But baseball has never much cared about cheating. You’re considered a crafty veteran if you can steal signs. And it took an act of Congress to get a real steroids policy. Gaylord Perry, although a known cheater, still managed to earn a place in Cooperstown. For more on the best cheaters in baseball, take a look at this list compiled at espn.com. My favorite is John McGraw. Now that’s cheating. None of this sneaking some pine tar on the hand. He’d spike your mother for an extra base.

And baseball is right not to make much of cheating. Right in that the sport has never been more popular. Another season, another attendance record for MLB (yes, at stadiums other than Oriole Park fans are flocking). The television ratings remain strong, enough so that the mighty NFL won’t go head to head with the World Series. There was no Sunday Night Football on October 22nd. Instead a triple header of Heroes reruns found its way to NBC. Since circumventing the rules is a sport itself, and the fans don’t really care, why would the league cater to the media for something at this point that could never be proven? That’s bad business, and with a multi-billion dollar TV contract just signed, big business wins out.

Billick’s All In
October 17, 2006

Dealt a pair of tens in Texas Hold ‘Em, and low in chips, Brian Billick makes the smart move. He goes all in. Why not, if your job is on the line and the guy you’ve entrusted to help secure it leaves you shaking your head, you fire him. Even if he is one of your best friends. And then you go the only guy you trust to get the job done…..yourself..

Notice the wording though… (yes, I’m quoting myself)

“the only guy you trust to get the job done”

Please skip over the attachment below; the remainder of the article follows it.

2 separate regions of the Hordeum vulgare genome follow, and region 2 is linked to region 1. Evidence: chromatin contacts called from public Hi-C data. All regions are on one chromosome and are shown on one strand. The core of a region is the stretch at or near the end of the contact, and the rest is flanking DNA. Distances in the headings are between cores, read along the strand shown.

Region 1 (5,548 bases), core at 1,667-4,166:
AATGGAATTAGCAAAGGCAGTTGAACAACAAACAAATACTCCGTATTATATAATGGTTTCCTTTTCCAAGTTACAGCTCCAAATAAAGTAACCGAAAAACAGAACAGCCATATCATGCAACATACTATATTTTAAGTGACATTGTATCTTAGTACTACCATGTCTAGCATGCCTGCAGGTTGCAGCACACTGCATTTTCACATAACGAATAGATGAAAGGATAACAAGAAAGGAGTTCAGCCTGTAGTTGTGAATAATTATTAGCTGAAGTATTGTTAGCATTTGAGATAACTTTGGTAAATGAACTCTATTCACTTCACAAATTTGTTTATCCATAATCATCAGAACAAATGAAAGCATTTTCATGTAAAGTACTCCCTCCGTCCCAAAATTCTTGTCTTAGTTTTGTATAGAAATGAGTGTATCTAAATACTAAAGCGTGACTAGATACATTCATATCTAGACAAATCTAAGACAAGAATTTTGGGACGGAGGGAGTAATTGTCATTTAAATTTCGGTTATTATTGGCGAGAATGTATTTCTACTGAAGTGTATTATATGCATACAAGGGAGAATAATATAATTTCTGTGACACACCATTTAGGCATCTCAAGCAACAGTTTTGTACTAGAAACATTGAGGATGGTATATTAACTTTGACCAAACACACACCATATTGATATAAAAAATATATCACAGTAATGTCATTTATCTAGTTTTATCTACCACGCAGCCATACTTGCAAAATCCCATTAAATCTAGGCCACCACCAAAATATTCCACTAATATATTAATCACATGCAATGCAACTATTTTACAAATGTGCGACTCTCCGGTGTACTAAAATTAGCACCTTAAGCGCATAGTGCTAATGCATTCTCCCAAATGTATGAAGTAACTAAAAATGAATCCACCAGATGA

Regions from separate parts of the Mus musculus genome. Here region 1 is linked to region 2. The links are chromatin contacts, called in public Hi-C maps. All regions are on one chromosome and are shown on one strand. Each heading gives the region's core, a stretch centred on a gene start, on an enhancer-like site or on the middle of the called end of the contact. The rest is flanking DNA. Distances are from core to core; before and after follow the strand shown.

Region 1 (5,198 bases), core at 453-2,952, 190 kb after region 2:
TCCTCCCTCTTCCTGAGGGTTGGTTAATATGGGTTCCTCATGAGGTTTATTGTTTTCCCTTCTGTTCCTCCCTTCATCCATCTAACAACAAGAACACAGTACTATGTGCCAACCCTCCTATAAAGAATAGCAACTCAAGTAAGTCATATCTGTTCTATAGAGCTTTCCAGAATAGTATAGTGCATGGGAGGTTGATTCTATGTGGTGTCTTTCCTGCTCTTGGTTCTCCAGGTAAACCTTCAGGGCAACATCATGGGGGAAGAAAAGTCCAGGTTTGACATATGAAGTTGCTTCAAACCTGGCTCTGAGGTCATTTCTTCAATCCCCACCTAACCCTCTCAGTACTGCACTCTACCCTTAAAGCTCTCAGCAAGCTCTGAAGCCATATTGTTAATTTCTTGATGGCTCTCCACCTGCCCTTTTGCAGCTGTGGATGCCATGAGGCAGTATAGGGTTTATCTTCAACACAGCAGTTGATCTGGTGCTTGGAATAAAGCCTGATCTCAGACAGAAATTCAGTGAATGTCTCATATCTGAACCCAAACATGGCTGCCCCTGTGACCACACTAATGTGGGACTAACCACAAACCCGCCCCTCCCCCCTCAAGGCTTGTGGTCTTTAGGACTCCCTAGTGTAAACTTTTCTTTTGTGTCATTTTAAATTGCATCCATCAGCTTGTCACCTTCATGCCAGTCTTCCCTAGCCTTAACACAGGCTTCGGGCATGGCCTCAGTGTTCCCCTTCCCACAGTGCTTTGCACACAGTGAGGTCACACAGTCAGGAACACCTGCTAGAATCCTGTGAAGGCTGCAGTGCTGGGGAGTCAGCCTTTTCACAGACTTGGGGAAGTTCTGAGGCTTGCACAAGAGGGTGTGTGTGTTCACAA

Billick trusts himself. But shoould he? Throughout his tenure filled with offensive inadequacies, the only constant?? Billick. Different coordinators, different quarterbacks, different schemes, same Brian Billick. Granted, he only called plays during his first season with the Ravens but it’s hard to believe eveyone else that came to Baltimore forgot how to score points upon arrival.

But firing oneself hardly helps the personal finances so Billick’s betting on himself. The offensive woes though are more than calling plays. Communication within the staff and with the players proved poor with Fassel. Exactly what the gameplan was nobody seemed to know.

And what gets a little scary, if the Ravens struggle with clock management late in halves, and they do, what will it be like now that he’s focused on calling plays too?

Hey, it can’t get any worse on offense (although we thought that last year and statistically it did) so the change might work. Brian Billick’s been called an offensive genious. Now we’ll get to see firsthand.

Terps Travails
October 8, 2006

The Terps showed something yesterday. Much more than they had in any of their four non-conference games. Building a 23-14 lead in the 4th quarter against a good Georgia Tech team proves the talent exists to succeed. But it likely won’t this year.

From the head coach down to the trainers the belief that something bad is about to happen, that feeling almost feels palpable. The Terps end up with first and goal at the seven with less than a minute to play. A chance to take back the lead Tech had built to 27-23. Even then it was “what will go wrong”. Two running plays to net two yards kicked off the set of downs. Then 3rd and 4th downs, Sam Hollenbach went back to pass when the Jackets backup pass rusher, Michael Johnson treated Stephon Heyer like a turnstile and just crushed Sam. Now I like Hollenbach. The kid, like Kyle Boller is tough enough. But he too was waiting for something to go wrong, and it did. Back to back plays in which he was given no chance to succeed left his ribs aching and the Terrapins to ponder the prospects of another long ACC season.

I talked to Sun reporter Heather Dinich about the Terps in the preseason and I asked her which was more likely; the Maryland football team going to a bowl game or the basketball team back to the NCAA Tourney. Without a hesitation in the conversation she backed Gary’s bunch. At the time I though that strange. It’s easier to make a bowl game than the NCAA Tourney. Math alone tells you that. There are slightly more than 100 division 1-A football teams, and about 50 spots open for bowls. In basketball, more than 300 teams battle for 65 openings.

But she believed wholeheartedly that Ralph’s team was not ready to return to glory, lacking the leadership neccessary to compete in the ACC. Watching Maryland more than a quarter way through the season and she looks pretty smart.